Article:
There will be a time this season when Lake County's Nolan Jones and Ernie Clement clear out the furniture, set up makeshift goals and turn the clubhouse into a hockey arena.
Jones and Clement were both standout high school hockey players in addition to excelling in baseball.
Jones, a second-round pick by the Indians in the 2016 Draft, thinks his 6-foot-4, 185-pound frame will provide the edge over Clement, who's listed at six feet, 170 pounds and was Cleveland's fourth-round selection in 2017.
"I would definitely like to say that Ernie doesn't have a chance," Jones joked. "I've heard a lot about Ernie's hands. I've heard he's a skilled hockey guy. But I think I could push him out of the way and take the puck. I'm bigger than him and stronger."
The main concern for Jones about a possible hockey face-off against Clement would be the bill for damages to the clubhouse.
"I don't know if the clubhouse would survive," Jones said. "I think we'd be throwing hands and fighting before the game was over. We're both very competitive guys."
Clement wouldn't be empty-handed for the battle.
"I might have my parents bring my stick for this match," he said.
Jones was hockey first, then baseball when he was growing up in eastern Pennsylvania. He started skating at 18 months. His older brother, Peyton, is a goalie for the Penn State hockey team.
"In our basement, we have a nice hockey set-up and played on rollerblades," Jones said. "In the backyard, we have a nice baseball set-up. I was a pitcher, and he was a catcher. In hockey, I was a forward, and he was a goalie. We've always had a nice competitiveness going."
Jones didn't play travel baseball -- hockey was his main focus as a youth. He played on a team coached by former Flyers great Keith Primeau in the Philadelphia area.
"I thought hockey was my No. 1, but then I ran into some head-injury problems, and that forced me to choose baseball. It was a blessing in disguise. I absolutely love what I get to do every day with baseball."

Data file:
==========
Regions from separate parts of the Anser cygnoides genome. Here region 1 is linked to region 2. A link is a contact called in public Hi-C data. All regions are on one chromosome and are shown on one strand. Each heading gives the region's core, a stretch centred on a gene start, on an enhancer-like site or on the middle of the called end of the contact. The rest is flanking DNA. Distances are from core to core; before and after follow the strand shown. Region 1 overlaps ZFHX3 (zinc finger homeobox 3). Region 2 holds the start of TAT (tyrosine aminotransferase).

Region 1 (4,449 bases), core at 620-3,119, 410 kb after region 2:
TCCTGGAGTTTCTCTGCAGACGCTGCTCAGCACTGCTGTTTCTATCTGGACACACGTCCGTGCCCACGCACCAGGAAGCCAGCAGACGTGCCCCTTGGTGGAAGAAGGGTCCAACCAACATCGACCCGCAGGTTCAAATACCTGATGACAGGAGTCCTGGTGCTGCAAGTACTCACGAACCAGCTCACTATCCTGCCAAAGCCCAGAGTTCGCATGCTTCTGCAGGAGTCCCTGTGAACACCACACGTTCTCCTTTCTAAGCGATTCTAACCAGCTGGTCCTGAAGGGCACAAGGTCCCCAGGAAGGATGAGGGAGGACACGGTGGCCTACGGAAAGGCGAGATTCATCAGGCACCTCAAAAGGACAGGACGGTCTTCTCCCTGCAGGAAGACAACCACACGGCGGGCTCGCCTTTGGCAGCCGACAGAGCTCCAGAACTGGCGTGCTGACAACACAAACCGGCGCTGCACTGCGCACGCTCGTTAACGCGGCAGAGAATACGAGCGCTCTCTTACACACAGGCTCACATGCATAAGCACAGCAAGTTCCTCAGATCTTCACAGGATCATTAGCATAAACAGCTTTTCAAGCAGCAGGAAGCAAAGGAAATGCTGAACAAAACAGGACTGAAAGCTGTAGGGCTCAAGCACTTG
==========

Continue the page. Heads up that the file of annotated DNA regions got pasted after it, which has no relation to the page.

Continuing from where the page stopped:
A concussion suffered playing hockey forced Jones to miss two months of school as a freshman, and he missed his entire sophomore season. He returned to help his hockey team win a state championship as a junior, but chose to focus on baseball after that.
"I sat down with my parents and decided to focus on baseball," Jones said. "I didn't actually agree with it. We had our arguments.
"I had to work hard to catch the attention of baseball scouts," Jones said. "I never really saw myself as a big prospect. My dad always told me, if you're good enough, people are going to come and see you. That's really how it happened for me.
"In my junior year of high school, I never thought that signing out of high school was an option in baseball. Then a scout talked to my dad and told him that I was a prospect for the next year's Draft. That's when it struck us."
Clement was baseball first but loved lacing up the skates in northern New York as a youth.
"I started playing hockey when I was six," Clement said. "I just loved it. It was really fun. I never really expected to go anywhere with hockey. It was more to stay in shape.
"I think hockey really helped with my conditioning and my leg strength," Clement said. "Hockey was a really good workout. The toughness aspect is huge. You have to be a grinder to play hockey. That's really helped in baseball."
After Clement received an offer to play baseball at the University of Virginia, he focused totally on the sport.
Captains manager Luke Carlin said playing multiple sports has likely bolstered the baseball careers of Jones and Clement.
"I definitely think hockey enhanced their baseball careers," Carlin said. "In America, it's so funny, because we are so specialized in sports so early. The science has already been done on specializing in sports, and it's not good. If you want your child to develop, have them play a lot of sports. It's such a huge advantage to play multiple sports."
Jones said hockey skills have been valuable in baseball.
"Hockey is an absolute mental grind," Jones said. "In competitive hockey, there is constantly somebody slashing you, chirping you, trying to get under your skin. It's something you have to overlook, just like the failures in baseball. You also develop situational awareness in hockey that helps in baseball. You always have to keep your head on a swivel so you're not getting crushed. Just like in baseball, you have to be aware of the situation before it happens."
Fourth explosion: Bowling Green blasted off for 10 runs in the fourth inning against West Michigan last Friday. The 10-run frame tied a franchise record for most runs in an inning at home. (The Hot Rods record is 11.) Bowling Green smacked four consecutive singles to start the inning, and Ronaldo Hernandez hit a grand slam during the outburst.
Streak ends: Lansing's run of nine consecutive victories against Dayton in 2018 ended Saturday. The Lugnuts outscored the Dragons 80-32 in the nine meetings. The Lugnuts opened the series at Dayton with a 12-1 win to start a 13-game, 14-day road trip.
Football at the park: Ferris State will take on Michigan Tech in a college football game on Saturday, Oct. 6, at Fifth Third Ballpark in Comstock, Michigan, home of the West Michigan Whitecaps. It will be the first college football game at Fifth Third Ballpark since Ferris State and Michigan Tech met there in 2009.